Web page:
Symphony Hall *****

The Benevolent Fund concert is one of the joyous highlights of the CBSO calendar, all performers (including conductor and soloists) as well as stage-staff and many others giving their services free, and bucket-collections overflowing in the cause of aid to CBSO members in need of medical help or assistance of other kinds. I am proud to reveal that the Fund is one of the few beneficiaries in my will, so great is the pleasure the orchestra has given me over nearly 60 years.

Another joy of the event is the appearance of so many well-loved faces from the orchestra’s past, now swelling the audience to relish how far the CBSO has advanced even since their own glory-days.

And advanced it certainly has, with an almost inconceivably glittering future beckoning under Kazuki Yamada, who barely a week into his official appointment as Principal Conductor presided over this all-Russian programme (nul points to those who would banish that country’s great creative icons from the cultural map).

Yamada never stops! He has obviously rehearsed brilliantly, but in performance he is mega-active, sculpting and cajoling, dancing and wheedling, and the players respond with instinctive interaction. Tchaikovsky’s Romeo and Juliet Overture was the perfect vehicle to display this relationship, winds so sombre, cloaked in the chant-like laments, strings crisp and cutting in the stormy outbursts, tempi so well-judged as the tragedy unfolded. (I was to hear another performance of this wonderful piece four-and-a-half hours later, as you can read in my Leamington Festival review).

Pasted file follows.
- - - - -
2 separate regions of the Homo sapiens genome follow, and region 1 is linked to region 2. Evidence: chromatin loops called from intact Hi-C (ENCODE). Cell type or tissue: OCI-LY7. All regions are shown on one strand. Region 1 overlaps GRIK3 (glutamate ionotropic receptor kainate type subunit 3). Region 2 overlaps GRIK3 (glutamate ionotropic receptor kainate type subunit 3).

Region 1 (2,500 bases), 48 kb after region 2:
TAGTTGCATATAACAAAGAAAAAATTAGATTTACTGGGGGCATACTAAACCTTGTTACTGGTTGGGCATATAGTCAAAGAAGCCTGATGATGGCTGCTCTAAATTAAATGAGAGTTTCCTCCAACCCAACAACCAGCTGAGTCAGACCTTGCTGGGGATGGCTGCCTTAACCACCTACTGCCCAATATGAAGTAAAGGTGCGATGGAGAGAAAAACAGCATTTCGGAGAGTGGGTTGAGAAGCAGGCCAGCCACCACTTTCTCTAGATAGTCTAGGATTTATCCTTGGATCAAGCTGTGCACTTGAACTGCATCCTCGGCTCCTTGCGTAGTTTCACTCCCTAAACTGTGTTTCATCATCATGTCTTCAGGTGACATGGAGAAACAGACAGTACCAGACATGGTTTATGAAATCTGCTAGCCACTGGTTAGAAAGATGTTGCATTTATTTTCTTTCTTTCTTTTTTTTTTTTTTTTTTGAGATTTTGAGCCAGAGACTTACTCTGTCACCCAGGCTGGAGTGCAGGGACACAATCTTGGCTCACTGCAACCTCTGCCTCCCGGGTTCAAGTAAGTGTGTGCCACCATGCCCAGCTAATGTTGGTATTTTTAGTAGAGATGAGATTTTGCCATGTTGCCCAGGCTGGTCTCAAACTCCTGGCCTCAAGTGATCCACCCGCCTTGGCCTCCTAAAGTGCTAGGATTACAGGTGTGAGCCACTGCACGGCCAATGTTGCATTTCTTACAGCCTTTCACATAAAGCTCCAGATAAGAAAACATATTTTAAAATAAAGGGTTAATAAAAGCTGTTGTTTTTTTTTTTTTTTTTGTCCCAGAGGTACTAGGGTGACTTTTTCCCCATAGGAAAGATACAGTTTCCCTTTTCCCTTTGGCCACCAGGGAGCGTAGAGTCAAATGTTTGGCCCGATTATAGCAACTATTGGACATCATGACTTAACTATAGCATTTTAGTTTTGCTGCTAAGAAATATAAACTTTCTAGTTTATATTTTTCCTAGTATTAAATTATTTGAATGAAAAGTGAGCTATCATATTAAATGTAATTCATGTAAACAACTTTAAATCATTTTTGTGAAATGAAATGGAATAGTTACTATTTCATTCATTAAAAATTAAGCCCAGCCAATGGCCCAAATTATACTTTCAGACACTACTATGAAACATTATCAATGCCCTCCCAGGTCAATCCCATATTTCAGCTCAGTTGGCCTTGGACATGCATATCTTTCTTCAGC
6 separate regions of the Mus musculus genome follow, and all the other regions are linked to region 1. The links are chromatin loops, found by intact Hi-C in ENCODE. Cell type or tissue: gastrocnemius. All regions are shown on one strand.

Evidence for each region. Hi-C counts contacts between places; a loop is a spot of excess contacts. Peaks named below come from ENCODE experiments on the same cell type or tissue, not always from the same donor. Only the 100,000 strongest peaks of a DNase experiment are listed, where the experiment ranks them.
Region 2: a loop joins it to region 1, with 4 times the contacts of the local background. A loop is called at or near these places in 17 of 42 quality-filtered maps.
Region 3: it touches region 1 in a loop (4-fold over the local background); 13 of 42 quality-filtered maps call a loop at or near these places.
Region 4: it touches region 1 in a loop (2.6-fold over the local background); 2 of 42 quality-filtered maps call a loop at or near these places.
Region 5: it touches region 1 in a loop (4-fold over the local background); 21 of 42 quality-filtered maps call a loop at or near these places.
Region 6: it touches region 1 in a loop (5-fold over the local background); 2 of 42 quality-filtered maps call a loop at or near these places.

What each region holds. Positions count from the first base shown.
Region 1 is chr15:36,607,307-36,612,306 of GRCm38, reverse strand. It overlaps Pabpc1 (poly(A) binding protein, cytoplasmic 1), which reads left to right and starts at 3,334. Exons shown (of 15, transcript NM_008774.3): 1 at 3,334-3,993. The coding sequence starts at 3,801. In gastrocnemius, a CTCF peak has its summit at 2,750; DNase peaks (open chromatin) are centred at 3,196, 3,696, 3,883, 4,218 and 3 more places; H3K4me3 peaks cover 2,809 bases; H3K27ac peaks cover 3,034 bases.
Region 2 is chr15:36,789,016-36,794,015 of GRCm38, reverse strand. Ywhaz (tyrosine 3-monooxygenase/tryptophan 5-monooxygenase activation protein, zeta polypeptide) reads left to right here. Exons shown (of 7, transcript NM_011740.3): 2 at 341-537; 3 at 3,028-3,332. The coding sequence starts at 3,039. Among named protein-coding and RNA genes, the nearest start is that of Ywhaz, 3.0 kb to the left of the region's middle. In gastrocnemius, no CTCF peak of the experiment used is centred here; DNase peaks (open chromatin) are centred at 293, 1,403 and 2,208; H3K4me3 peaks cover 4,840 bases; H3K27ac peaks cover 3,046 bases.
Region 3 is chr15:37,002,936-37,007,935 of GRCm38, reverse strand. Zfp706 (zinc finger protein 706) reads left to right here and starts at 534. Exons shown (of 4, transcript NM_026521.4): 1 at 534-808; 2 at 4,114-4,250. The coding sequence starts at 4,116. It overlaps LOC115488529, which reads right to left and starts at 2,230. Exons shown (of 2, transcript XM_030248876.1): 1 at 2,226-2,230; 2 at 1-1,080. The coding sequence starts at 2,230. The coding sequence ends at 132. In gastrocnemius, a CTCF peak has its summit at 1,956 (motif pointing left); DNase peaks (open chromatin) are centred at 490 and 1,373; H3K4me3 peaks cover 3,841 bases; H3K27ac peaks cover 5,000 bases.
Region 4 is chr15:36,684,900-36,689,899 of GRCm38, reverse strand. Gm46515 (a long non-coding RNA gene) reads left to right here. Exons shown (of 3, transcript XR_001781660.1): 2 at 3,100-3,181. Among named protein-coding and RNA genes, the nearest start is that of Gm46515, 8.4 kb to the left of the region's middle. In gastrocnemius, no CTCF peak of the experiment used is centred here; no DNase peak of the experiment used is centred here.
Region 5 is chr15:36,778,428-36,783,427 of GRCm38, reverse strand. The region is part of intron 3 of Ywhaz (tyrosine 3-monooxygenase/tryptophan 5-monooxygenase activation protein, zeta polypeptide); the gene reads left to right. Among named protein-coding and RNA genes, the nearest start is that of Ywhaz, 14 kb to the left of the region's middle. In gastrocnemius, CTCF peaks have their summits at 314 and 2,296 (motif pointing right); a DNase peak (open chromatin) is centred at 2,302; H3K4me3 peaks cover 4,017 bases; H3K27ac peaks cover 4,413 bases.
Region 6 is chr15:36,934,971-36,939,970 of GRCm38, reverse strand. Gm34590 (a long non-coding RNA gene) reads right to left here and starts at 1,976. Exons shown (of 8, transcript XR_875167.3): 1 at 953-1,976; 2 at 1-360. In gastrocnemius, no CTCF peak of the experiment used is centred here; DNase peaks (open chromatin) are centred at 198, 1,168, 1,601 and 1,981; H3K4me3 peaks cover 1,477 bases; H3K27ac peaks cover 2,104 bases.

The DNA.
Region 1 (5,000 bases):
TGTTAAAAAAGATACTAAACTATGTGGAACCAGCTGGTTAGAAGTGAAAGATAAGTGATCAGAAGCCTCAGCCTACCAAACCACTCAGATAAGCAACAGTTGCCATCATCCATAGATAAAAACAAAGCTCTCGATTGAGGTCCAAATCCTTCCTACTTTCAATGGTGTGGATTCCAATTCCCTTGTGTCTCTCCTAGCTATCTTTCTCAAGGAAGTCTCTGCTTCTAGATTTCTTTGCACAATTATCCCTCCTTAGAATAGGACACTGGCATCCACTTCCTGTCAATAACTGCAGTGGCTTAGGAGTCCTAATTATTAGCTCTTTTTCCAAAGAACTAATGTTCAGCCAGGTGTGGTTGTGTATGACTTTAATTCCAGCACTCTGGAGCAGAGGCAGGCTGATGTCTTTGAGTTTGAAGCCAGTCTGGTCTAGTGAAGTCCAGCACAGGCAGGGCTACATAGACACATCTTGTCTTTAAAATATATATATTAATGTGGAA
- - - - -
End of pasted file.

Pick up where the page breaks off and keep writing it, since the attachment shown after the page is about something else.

Lighter stuff came with Shostakovich’s First Piano Concerto, Freddy Kempf agile and articulate at the keyboard, and Alison Balsom interjecting her trumpet so significantly and game-changingly at crucial points (this was originally intended as a trumpet concerto). The threads throughout this concerto are so crucial, and it was heartening to see the alertness passing between Balsom to Kempf and on to Yamada, dancing along with the CBSO strings.

Finally back to Tchaikovsky and his final symphony, number six, the Pathetique. It was revelatory to hear how much its doom-laden opening movement uses the same template as the Romeo and Juliet Overture, Yamada conjuring an infinite amount of detail and resource from the strings.

In the two middle intermezzo movements the conductor’s natural balletic instincts persuaded the players to colourful responses. After the hollow triumph of the third movement’s glitter we should immediately plunge into the finale’s depths of despair, but Tchaikovsky’s miscalculation at creating such a triumphant ending naturally prompts applause, as happens here.

Yamada looked disappointed, but nothing like what happened at the end of the finale. After such a heart-rending expression of misery and impending doom, strings digging into the incessant descending scales taking us down into oblivion, a tam-tam signals religious obsequies, delivered with such dignity here by trombones and tuba, to be followed by nothing.

Except some insensitive souls in the audience took it upon themselves to burst into applause even as Yamada was standing stock-still, shoulders hunched, waiting for the sadness to pass. His usually beaming face said it all.

Christopher Morley

Popular posts from this blog

Jacquie Lawson e-card music